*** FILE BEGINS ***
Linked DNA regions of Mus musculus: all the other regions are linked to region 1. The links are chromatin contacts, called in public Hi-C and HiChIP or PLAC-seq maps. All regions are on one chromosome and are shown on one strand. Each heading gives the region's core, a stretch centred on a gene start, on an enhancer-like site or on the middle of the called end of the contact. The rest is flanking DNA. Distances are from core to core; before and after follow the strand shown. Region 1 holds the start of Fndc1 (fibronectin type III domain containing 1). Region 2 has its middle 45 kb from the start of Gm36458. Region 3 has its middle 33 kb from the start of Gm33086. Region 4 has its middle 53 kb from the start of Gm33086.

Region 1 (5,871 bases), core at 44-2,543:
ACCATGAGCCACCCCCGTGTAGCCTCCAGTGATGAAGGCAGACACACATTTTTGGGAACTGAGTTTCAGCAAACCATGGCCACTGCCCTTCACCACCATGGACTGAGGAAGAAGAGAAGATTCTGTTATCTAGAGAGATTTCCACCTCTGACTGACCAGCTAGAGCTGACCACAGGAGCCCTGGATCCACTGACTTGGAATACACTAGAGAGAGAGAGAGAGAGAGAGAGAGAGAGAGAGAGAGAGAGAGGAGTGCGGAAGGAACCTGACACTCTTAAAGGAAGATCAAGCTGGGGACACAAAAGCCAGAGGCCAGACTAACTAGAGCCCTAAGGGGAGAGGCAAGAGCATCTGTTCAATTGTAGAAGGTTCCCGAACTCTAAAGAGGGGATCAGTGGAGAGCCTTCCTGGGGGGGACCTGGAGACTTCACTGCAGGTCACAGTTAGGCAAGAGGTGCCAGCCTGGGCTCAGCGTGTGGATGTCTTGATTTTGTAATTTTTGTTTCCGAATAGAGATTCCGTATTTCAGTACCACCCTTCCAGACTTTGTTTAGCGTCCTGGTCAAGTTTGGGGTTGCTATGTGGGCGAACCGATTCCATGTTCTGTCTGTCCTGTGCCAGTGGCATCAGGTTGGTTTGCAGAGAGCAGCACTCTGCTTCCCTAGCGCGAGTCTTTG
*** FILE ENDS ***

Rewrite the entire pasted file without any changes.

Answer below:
Linked DNA regions of Mus musculus: all the other regions are linked to region 1. The links are chromatin contacts, called in public Hi-C and HiChIP or PLAC-seq maps. All regions are on one chromosome and are shown on one strand. Each heading gives the region's core, a stretch centred on a gene start, on an enhancer-like site or on the middle of the called end of the contact. The rest is flanking DNA. Distances are from core to core; before and after follow the strand shown. Region 1 holds the start of Fndc1 (fibronectin type III domain containing 1). Region 2 has its middle 45 kb from the start of Gm36458. Region 3 has its middle 33 kb from the start of Gm33086. Region 4 has its middle 53 kb from the start of Gm33086.

Region 1 (5,871 bases), core at 44-2,543:
ACCATGAGCCACCCCCGTGTAGCCTCCAGTGATGAAGGCAGACACACATTTTTGGGAACTGAGTTTCAGCAAACCATGGCCACTGCCCTTCACCACCATGGACTGAGGAAGAAGAGAAGATTCTGTTATCTAGAGAGATTTCCACCTCTGACTGACCAGCTAGAGCTGACCACAGGAGCCCTGGATCCACTGACTTGGAATACACTAGAGAGAGAGAGAGAGAGAGAGAGAGAGAGAGAGAGAGAGAGAGGAGTGCGGAAGGAACCTGACACTCTTAAAGGAAGATCAAGCTGGGGACACAAAAGCCAGAGGCCAGACTAACTAGAGCCCTAAGGGGAGAGGCAAGAGCATCTGTTCAATTGTAGAAGGTTCCCGAACTCTAAAGAGGGGATCAGTGGAGAGCCTTCCTGGGGGGGACCTGGAGACTTCACTGCAGGTCACAGTTAGGCAAGAGGTGCCAGCCTGGGCTCAGCGTGTGGATGTCTTGATTTTGTAATTTTTGTTTCCGAATAGAGATTCCGTATTTCAGTACCACCCTTCCAGACTTTGTTTAGCGTCCTGGTCAAGTTTGGGGTTGCTATGTGGGCGAACCGATTCCATGTTCTGTCTGTCCTGTGCCAGTGGCATCAGGTTGGTTTGCAGAGAGCAGCACTCTGCTTCCCTAGCGCGAGTCTTTG